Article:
As organisations across every industry look to harness emerging technologies to drive business transformation and growth, the role of chief information officer is undergoing its own evolutionary journey.
Deloitte’s 2018 third and final CIO legacy report, Manifesting Legacy, reveals a need for CIOs to reinvent themselves by shifting from the traditional technology stewardship role, to one of contributing partner that helps to shape the future of the business.
A shift in how business expectations are evolving is evident, and IT is more frequently being brought to the table to discuss business issues. Many CIOs are recognising the changes needed, and expect that leadership expectations, and CIO responsibilities, will evolve to be more transformative and growth orientated over the next three years.
While operational efficiency and reliability will likely remain a given, the responsibilities of the trusted operator will likely become table stakes, as the day-to-day management of the technology infrastructure is delegated to others within the IT organisation or, in some cases, outsourced to external vendors.
For many, the transition from functional leader to organisation leader will be challenging. Many CIOs rose to the position of IT leader based more on technology know-how than on vision, communication or relationship skills. Looking forward, however, the traditional competencies around delivering results, and being problem solvers, will likely carry less weight.
As technology gurus, many CIOs are well positioned to inform, shape and lead their organisations’ digital efforts. To become the leader that today’s organisations need and demand, CIOs will likely have to develop the business and soft skills necessary to translate technology expertise into business solutions that drive revenue and efficiencies.
The 2018 survey data shows that CIOs recognise the need to evolve specific leadership skills in the future — ones that are focused on delivering major organisational change (66%), building high-performance teams (63%) and influencing others (48%). In addition, they will likely need to develop leadership values that centre on providing direction, harnessing innovation and empowering others to drive the digital agenda.
By leveraging their technology and business expertise, CIOs can use digital to become more engaged with strategic business initiatives and to help drive true transformation throughout the IT organisation and across the business. Digital can present CIOs with the exciting opportunity to become the business leaders that they want to be — and that their organisations need.
As technology leaders, CIOs with vision, communication skills and relationships will be well positioned to command more influence, and responsibility, than ever before. It is clear that it is no longer viable to be a trusted operator, as the role will likely become obsolete.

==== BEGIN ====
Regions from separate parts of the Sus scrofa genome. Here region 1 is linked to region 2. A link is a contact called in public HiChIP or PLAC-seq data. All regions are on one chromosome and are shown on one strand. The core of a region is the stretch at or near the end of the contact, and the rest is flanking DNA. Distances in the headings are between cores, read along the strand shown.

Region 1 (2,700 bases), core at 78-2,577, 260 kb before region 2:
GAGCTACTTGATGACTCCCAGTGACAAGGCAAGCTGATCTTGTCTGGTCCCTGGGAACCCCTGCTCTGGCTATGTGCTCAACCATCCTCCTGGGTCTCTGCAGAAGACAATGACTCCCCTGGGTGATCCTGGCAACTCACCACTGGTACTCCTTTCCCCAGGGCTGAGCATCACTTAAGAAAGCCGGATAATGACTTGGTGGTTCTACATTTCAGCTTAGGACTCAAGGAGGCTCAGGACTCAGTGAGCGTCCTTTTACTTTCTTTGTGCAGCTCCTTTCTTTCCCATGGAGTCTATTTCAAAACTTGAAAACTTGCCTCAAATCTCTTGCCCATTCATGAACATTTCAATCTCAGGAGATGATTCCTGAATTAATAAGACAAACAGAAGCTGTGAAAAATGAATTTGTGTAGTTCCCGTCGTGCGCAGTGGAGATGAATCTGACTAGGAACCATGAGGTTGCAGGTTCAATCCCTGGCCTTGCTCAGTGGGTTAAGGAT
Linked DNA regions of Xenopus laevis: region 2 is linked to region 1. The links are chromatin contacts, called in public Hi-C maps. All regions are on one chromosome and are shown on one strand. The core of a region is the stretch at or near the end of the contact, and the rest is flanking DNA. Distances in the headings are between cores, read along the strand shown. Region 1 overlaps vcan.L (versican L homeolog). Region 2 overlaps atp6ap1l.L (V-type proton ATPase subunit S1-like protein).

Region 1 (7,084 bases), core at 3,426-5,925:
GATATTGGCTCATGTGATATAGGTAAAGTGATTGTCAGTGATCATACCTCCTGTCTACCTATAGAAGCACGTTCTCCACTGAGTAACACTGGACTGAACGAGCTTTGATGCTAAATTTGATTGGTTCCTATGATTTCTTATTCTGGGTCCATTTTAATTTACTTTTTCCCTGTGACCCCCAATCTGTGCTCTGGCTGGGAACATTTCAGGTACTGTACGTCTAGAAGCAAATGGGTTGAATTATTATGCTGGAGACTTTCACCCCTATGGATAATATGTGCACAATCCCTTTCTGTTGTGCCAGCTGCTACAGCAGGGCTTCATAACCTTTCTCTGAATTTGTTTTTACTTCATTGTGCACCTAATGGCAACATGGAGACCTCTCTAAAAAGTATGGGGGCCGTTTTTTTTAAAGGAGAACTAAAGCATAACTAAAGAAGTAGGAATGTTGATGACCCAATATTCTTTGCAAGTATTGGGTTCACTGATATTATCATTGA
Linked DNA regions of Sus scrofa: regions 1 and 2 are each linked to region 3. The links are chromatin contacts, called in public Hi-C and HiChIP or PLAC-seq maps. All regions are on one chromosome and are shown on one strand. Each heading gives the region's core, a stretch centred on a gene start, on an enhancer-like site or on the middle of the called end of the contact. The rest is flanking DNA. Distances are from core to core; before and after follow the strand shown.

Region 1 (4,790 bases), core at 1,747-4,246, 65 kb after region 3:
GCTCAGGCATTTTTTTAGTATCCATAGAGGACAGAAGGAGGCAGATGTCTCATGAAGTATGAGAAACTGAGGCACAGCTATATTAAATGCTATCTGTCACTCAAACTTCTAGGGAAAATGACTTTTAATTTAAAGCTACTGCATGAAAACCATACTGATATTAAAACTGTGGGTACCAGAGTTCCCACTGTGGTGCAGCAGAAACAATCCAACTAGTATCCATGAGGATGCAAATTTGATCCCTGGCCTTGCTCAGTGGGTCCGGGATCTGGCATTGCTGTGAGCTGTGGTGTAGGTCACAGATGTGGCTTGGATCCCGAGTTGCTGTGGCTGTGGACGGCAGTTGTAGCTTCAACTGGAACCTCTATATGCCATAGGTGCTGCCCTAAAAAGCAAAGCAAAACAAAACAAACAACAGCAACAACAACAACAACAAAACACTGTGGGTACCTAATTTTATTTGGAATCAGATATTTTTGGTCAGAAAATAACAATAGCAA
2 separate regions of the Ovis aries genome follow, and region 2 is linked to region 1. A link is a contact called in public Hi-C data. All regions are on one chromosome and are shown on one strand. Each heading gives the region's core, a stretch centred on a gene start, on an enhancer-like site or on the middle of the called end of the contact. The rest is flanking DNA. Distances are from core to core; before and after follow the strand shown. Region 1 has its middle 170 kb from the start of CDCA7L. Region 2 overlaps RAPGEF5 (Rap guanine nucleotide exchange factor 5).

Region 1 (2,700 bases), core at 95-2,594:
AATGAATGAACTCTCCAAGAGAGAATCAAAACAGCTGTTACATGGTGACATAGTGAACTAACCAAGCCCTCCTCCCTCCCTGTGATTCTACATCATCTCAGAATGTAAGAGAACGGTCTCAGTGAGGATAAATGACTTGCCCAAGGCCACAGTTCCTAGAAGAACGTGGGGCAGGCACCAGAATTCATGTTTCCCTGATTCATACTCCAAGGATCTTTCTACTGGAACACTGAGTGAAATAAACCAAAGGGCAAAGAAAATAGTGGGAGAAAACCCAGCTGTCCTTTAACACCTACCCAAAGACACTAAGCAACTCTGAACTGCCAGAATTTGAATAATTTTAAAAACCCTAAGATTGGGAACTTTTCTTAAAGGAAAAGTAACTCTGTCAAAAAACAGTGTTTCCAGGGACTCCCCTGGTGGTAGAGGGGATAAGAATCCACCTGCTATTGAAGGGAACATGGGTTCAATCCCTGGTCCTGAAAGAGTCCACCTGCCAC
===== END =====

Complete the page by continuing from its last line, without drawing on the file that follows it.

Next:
Nearly 70% of survey respondents agree that in the next three years, the CIO — even more than the CEO (61%) — will have one of the most important roles in driving digital initiatives. You cannot successfully drive digital initiatives if you continue to function as a trusted operator — as 55% of CIOs surveyed in 2018 did — merely focusing on IT efficiency, reliability and cost containment.
While new organisations are born digital, many CIOs in organisations that are digital non-natives struggle to close the gap between traditional technology stacks, and emerging digital capabilities such as cloud, mobile, social, automation, cognitive and more that can enable streamlined processes, increase employee and customer engagement, and drive new business models.
CIOs of the future will need to do more than provide enabling technologies, and align with business strategy, and the process needs to start with them shedding the perception that they are operationally focused. Univar CIO Eric Foster notes that it is critical for CIOs to ensure that IT strikes the right balance between driving future tech-enabled disruption, and being too focused on day-to-day technology needs. “Otherwise,” he says, “it’s easy to suffer from the perception that we’re not thinking about business value and outcomes.”
While there has certainly been stagnation in the role over the years, there are some CIOs who have successfully progressed in their evolution, becoming instigators of change, taking the lead on technology-enabled business transformation, or driving and enabling growth through the execution of business strategy, as business co-creators. It is these two pattern types that will likely contribute to the two mandates of the CIO in the future—transforming business operations and driving top-line revenue and growth.
Are you satisfied being known mostly as a competent functional leader, or do you want more? That’s a choice you may need to face sooner than you think. Digital currently presents an uncommon opportunity for CIOs to reinvent themselves, by realigning their roles to the new business reality. It offers the ability for forward-thinking CIOs to help shape and lead the digital future of their organisation while remaining relevant in the years to come. It’s time for you to give your future considered thought and to decide what kind of CIO you want to be.
- Arun Babu is digital and technology leader for Deloitte Consulting Africa